marketplace?

There were many reported instances of the federal government
refusing to allow shipments of human necessities into
the stricken area, although there was no shortage of
armed troops brought into the city to menace flood victims
and forcibly remove people from their homes. (This latter
government effort apparently satisfied Mr. Parenti’s
humane sensibilities, after noting, with approval, the
forced evacuation of residents by the Cuban government
following a hurricane last year.) The mayor of Slidell,
Louisiana offered this assessment of federal efforts:
“[w]e are still hampered by some of the most stupid,
idiotic regulations by FEMA. They have turned away generators,
we’ve heard that they’ve gone around seizing
equipment from our contractors.”

I suspect that those who continue to praise government
for its perceived beneficence, and to condemn the marketplace
for its alleged shortcomings, are people who have never
managed to work the entropy of New Deal thinking out
of their minds. There is an allure, to many, of collectivist
systems that allow human beings, their energies, and
other resources, to be marshaled under a centralized,
coercive authority that they fashion themselves fit
to exercise. I have no way of knowing whether this is
the thinking that drives these men, or whether they
are simply distrustful of individualized decision-making.
Friedrich Hayek has written of those who have a “fear
of trusting uncontrolled social forces,” an attitude
that motivates both the people-pushers of our world
and those who have learned to be security-freaks.

One of the most dangerous assumptions to infect the
human mind has been the idea that people can act out
of any motivation other than the pursuit of their self-interests.
To war against self-interest is to war against the nature
of life itself. There is no action you or I can take
that is not driven by self-interest.

Neither the state nor the marketplace has a monopoly
on wisdom, efficacy, or motivation. People can be well-
or ill-motivated in either sector. The primary distinction
between a political system, and a non-political, free-market
system, is whether some people will be allowed to use
violence against others to achieve their desired ends.
By definition, the marketplace eschews coercive means;
by its nature, the state is organized force.

But having said that is not to confine the scope of
one’s self-interested pursuits. If individuals
or groups want to accomplish some objective, they are
free to organize themselves and their resources to do
so. The spontaneous efforts of millions of people to
part with their own money or other property to help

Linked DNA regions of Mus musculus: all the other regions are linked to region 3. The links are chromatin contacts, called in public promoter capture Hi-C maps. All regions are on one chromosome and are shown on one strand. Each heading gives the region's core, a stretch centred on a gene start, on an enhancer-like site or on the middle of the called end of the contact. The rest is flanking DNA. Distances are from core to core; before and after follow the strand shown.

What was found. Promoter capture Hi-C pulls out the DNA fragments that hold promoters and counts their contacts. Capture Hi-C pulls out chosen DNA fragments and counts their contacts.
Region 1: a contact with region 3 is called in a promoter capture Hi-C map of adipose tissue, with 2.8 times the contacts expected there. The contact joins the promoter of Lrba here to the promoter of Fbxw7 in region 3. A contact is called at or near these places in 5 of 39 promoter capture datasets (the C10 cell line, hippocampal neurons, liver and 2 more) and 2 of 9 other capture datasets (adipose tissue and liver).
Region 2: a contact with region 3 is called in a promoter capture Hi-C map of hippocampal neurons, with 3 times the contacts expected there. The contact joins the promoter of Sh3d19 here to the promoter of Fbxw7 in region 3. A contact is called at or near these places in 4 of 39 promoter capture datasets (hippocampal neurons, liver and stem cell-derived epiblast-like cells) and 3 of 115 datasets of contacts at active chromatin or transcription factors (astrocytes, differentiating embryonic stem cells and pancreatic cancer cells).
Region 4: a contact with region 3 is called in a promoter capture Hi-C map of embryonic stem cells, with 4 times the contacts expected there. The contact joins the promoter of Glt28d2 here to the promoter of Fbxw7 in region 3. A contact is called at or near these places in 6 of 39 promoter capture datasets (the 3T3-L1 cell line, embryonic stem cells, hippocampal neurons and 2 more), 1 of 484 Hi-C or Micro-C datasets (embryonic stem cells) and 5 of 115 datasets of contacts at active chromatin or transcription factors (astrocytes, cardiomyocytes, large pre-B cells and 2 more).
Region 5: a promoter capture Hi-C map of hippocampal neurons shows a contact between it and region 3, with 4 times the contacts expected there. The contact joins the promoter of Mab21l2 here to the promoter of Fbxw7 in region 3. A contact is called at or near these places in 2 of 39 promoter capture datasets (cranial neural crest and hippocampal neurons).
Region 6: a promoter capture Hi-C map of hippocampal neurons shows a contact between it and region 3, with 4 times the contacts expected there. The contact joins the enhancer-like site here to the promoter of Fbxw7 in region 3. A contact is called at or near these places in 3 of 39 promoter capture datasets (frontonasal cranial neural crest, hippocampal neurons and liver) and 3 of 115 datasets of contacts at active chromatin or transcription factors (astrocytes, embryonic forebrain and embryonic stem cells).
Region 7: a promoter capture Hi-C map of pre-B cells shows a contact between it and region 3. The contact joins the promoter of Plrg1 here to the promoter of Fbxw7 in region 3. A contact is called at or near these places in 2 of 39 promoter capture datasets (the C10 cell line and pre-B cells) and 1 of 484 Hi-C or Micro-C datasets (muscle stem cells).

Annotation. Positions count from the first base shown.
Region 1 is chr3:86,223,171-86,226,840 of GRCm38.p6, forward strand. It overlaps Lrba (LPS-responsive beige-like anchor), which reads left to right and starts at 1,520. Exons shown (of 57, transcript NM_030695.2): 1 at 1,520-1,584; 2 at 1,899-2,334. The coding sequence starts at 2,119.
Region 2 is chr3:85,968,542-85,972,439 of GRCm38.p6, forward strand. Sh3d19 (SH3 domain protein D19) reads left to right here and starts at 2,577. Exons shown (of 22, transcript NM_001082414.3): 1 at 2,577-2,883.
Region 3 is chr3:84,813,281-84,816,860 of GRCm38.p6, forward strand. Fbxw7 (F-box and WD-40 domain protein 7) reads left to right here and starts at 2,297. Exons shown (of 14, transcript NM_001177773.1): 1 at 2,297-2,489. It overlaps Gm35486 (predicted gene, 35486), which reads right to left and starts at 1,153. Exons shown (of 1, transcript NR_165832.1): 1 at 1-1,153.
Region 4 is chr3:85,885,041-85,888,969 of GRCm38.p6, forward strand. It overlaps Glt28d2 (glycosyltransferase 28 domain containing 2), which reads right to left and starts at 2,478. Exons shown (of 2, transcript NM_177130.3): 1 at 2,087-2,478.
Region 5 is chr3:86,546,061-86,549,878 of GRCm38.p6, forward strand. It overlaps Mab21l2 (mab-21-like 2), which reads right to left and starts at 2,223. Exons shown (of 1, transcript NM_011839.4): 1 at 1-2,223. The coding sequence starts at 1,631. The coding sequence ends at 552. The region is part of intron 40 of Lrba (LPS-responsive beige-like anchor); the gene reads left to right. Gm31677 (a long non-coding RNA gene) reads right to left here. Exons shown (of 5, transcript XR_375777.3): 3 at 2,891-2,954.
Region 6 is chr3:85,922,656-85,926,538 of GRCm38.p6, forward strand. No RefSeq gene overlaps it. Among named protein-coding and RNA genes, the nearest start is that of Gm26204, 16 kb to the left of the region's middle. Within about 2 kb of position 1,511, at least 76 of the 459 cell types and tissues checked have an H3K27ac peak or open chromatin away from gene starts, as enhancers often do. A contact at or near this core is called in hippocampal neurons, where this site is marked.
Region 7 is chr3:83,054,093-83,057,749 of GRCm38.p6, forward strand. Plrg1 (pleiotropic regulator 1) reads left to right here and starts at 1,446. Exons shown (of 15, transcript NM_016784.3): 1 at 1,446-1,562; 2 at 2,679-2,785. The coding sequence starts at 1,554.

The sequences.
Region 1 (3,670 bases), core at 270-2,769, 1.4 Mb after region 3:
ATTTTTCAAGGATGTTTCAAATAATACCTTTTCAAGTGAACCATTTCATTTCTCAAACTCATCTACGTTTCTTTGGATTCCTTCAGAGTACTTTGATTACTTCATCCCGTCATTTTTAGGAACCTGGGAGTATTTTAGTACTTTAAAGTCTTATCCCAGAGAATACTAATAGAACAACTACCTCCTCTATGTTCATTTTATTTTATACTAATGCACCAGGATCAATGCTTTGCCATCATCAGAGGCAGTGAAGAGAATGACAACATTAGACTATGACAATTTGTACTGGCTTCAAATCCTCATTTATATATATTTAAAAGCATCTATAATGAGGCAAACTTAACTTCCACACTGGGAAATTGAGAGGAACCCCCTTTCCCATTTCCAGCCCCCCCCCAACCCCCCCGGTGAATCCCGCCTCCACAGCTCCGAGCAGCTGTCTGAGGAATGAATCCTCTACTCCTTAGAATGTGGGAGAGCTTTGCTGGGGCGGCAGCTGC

flood victims exemplified self-interested motivations.
One who wishes to understand why this is so need look
no further than the Austrian school of economics. Mises
expressed the point so clearly: people act out of a
desire to be better off after acting than they were
before.

In our materialistic culture — and socialist
thinking is thoroughly dominated by materialism —
most people tend to think of self-interested pursuits
only in terms of monetary profits. Many of my students
have the hardest time understanding how risking one’s
life to save a stranger, or giving away vast sums of
money to a charitable purpose, can be acts of self-interest.
Each of us is motivated by a wide range of desires,
many of which have nothing to do with making money!
Why do people commit themselves to the lifelong expense
of time and money to the raising of children? If child-rearing
was evaluated by the same criteria by which we traditionally
measure the success or failure of a business, the activity
would end up in the bankruptcy courts.

Rather than condemning the marketplace of free men
and women who voluntarily responded to this disaster,
Messrs. Scheer and Parenti might have addressed one
of the debilitating consequences of statism that was
so clearly revealed in the aftermath of this flooding.
Mr. Scheer, for instance, might have written of “The
Real Costs of a Culture of Power,” and focused
attention on what statism has produced: the dispirited
men and women who, for days, sat passively in the New
Orleans convention center waiting to be rescued by government
rescuers who never arrived. Human beings corralled,
locked up, and held at gunpoint by government troops:
this is the “role that modern government performs”
in the lives of increasing numbers of Americans.

I would also be interested in his opinions about Jabbor
Gibson, the eighteen-year-old who saw an abandoned bus
in New Orleans, loaded it with people who wanted nothing
more than to get to safety, and drove to Houston. “I
just took the bus and drove all the way here . . . seven
hours straight,” Jabbor stated. “I hadn’t
ever drove a bus.” Perhaps Mr. Scheer will use
this young man’s grammar as evidence of “ill-equipped
public schools.” On the other hand, he may see
in Mr. Gibson a healthier omen for the people of New
Orleans and elsewhere: an awareness of the life-and-death
importance of self-motivation and cooperation in the
pursuit of self-interest. Decades of state domination
of people’s lives have shown us the dehumanized
resignation of the human spirit. Perhaps truckload after
truckload of life-saving supplies pouring into the Gulf
Coast through the spontaneous processes of an “invisible
hand” that permitted millions of people to pursue
their self-interests in helping others, will provide
a superior model for societal behavior.